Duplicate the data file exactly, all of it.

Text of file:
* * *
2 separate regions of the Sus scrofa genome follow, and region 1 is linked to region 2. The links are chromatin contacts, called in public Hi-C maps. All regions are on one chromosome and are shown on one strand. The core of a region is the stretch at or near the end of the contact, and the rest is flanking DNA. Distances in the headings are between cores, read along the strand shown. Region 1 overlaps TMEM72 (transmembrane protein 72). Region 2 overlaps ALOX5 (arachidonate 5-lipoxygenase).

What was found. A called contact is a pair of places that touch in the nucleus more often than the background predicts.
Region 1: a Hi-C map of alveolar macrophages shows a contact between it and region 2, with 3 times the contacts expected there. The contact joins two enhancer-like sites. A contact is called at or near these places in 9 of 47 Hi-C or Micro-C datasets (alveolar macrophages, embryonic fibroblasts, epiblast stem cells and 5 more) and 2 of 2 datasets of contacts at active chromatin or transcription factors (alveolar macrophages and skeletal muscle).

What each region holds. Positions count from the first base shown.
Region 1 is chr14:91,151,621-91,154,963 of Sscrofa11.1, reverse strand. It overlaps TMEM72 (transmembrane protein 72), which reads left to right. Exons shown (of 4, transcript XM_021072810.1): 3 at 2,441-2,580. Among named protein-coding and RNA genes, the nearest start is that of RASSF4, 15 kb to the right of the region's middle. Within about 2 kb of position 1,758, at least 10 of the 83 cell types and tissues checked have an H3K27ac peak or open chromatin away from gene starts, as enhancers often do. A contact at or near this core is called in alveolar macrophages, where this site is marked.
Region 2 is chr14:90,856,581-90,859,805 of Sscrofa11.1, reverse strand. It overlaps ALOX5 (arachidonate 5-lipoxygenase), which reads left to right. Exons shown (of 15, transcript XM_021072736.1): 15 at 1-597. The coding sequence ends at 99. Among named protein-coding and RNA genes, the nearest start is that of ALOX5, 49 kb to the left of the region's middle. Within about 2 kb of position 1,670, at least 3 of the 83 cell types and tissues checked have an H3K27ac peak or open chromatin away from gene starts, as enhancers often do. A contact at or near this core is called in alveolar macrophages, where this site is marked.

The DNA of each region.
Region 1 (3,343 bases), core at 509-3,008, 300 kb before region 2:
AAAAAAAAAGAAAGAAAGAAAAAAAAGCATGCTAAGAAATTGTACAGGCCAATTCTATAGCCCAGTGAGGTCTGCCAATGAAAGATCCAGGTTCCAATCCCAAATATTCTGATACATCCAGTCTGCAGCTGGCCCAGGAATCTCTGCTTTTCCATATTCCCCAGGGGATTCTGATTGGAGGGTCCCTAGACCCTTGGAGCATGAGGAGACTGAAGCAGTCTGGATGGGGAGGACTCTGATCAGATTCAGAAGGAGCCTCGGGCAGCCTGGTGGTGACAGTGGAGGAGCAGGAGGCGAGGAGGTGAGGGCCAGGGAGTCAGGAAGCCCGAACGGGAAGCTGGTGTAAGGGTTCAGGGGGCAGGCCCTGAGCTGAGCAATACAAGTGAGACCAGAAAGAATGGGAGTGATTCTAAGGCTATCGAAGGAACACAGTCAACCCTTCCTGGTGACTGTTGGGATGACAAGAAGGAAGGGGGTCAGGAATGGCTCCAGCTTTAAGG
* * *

2 separate regions of the Sus scrofa genome follow, and region 1 is linked to region 2. The links are chromatin contacts, called in public Hi-C maps. All regions are on one chromosome and are shown on one strand. The core of a region is the stretch at or near the end of the contact, and the rest is flanking DNA. Distances in the headings are between cores, read along the strand shown. Region 1 overlaps TMEM72 (transmembrane protein 72). Region 2 overlaps ALOX5 (arachidonate 5-lipoxygenase).

What was found. A called contact is a pair of places that touch in the nucleus more often than the background predicts.
Region 1: a Hi-C map of alveolar macrophages shows a contact between it and region 2, with 3 times the contacts expected there. The contact joins two enhancer-like sites. A contact is called at or near these places in 9 of 47 Hi-C or Micro-C datasets (alveolar macrophages, embryonic fibroblasts, epiblast stem cells and 5 more) and 2 of 2 datasets of contacts at active chromatin or transcription factors (alveolar macrophages and skeletal muscle).

What each region holds. Positions count from the first base shown.
Region 1 is chr14:91,151,621-91,154,963 of Sscrofa11.1, reverse strand. It overlaps TMEM72 (transmembrane protein 72), which reads left to right. Exons shown (of 4, transcript XM_021072810.1): 3 at 2,441-2,580. Among named protein-coding and RNA genes, the nearest start is that of RASSF4, 15 kb to the right of the region's middle. Within about 2 kb of position 1,758, at least 10 of the 83 cell types and tissues checked have an H3K27ac peak or open chromatin away from gene starts, as enhancers often do. A contact at or near this core is called in alveolar macrophages, where this site is marked.
Region 2 is chr14:90,856,581-90,859,805 of Sscrofa11.1, reverse strand. It overlaps ALOX5 (arachidonate 5-lipoxygenase), which reads left to right. Exons shown (of 15, transcript XM_021072736.1): 15 at 1-597. The coding sequence ends at 99. Among named protein-coding and RNA genes, the nearest start is that of ALOX5, 49 kb to the left of the region's middle. Within about 2 kb of position 1,670, at least 3 of the 83 cell types and tissues checked have an H3K27ac peak or open chromatin away from gene starts, as enhancers often do. A contact at or near this core is called in alveolar macrophages, where this site is marked.

The DNA of each region.
Region 1 (3,343 bases), core at 509-3,008, 300 kb before region 2:
AAAAAAAAAGAAAGAAAGAAAAAAAAGCATGCTAAGAAATTGTACAGGCCAATTCTATAGCCCAGTGAGGTCTGCCAATGAAAGATCCAGGTTCCAATCCCAAATATTCTGATACATCCAGTCTGCAGCTGGCCCAGGAATCTCTGCTTTTCCATATTCCCCAGGGGATTCTGATTGGAGGGTCCCTAGACCCTTGGAGCATGAGGAGACTGAAGCAGTCTGGATGGGGAGGACTCTGATCAGATTCAGAAGGAGCCTCGGGCAGCCTGGTGGTGACAGTGGAGGAGCAGGAGGCGAGGAGGTGAGGGCCAGGGAGTCAGGAAGCCCGAACGGGAAGCTGGTGTAAGGGTTCAGGGGGCAGGCCCTGAGCTGAGCAATACAAGTGAGACCAGAAAGAATGGGAGTGATTCTAAGGCTATCGAAGGAACACAGTCAACCCTTCCTGGTGACTGTTGGGATGACAAGAAGGAAGGGGGTCAGGAATGGCTCCAGCTTTAAGG